Craig Thomson is again on the front pages this morning, following Fair Work Australia's decision to lodge 62 civil charges against him, relating to alleged misuse of union funds between 2002 and 2007.
The case will begin December 7 and, it being a civil case, there's no danger of Thomson being tossed out of parliament if found guilty. He will be forced out only if a guilty verdict results in his bankruptcy, or if the government-controlled parliamentary privileges committee finds he misled parliament. Neither is likely to occur before the end of the parliamentary term next year.
For his part, Thomson will argue that the Fair Work Australia report on which the charges are based is a flawed document (a claim supported by an independent KPMG review). The charges may also be dismissed because the two-year statute of limitations for actions under the former Workplace Relations Act has been exceeded.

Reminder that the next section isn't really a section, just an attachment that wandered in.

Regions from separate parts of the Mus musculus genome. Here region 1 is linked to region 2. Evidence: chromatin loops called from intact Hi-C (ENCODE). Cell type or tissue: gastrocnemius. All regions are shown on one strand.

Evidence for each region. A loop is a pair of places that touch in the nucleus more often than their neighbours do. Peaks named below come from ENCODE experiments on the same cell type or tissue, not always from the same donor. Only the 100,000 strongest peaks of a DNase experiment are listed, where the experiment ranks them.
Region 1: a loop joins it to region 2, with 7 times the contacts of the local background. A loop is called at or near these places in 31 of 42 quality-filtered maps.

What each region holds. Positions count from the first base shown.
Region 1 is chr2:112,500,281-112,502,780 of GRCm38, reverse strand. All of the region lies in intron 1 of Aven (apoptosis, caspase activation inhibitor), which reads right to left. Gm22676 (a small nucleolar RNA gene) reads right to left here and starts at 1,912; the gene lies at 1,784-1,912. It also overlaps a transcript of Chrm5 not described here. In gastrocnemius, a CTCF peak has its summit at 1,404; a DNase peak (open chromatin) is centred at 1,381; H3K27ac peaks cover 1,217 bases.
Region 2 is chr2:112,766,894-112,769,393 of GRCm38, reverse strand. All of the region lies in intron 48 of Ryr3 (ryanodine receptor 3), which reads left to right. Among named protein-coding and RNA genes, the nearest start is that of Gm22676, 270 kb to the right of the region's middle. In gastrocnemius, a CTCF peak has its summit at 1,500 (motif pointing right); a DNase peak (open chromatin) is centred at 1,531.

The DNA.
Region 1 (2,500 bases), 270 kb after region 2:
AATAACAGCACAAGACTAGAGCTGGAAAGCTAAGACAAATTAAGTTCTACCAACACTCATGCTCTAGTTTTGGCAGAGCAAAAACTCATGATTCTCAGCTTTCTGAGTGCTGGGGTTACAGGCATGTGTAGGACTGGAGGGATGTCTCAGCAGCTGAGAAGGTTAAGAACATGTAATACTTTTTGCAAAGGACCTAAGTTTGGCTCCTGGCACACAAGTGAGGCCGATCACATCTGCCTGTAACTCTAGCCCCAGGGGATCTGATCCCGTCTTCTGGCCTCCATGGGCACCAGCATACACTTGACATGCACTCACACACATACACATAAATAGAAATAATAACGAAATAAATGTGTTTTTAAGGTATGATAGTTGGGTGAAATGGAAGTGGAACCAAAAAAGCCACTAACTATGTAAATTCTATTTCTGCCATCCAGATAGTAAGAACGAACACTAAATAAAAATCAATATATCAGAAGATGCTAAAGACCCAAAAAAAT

But there are other potential dangers for the government. Politically, the Thomson affair still stinks, and the government is still relying on his vote. And the police may yet lay criminal charges in the coming months. So on it goes.
Nick Feik Politicoz Editor
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"Does the start of civil action against MP Craig Thomson by Fair Work Australia have any implications for the lifespan of the Gillard government, as opposed to public perceptions of its standards? Not really. MPs only lose their seats with a guilty finding on criminal charges. But there are two potential impacts on the government’s numbers in the House of Representatives flowing from FWA’s actions yesterday."
Abbott Keeps Mum On Boat Policy
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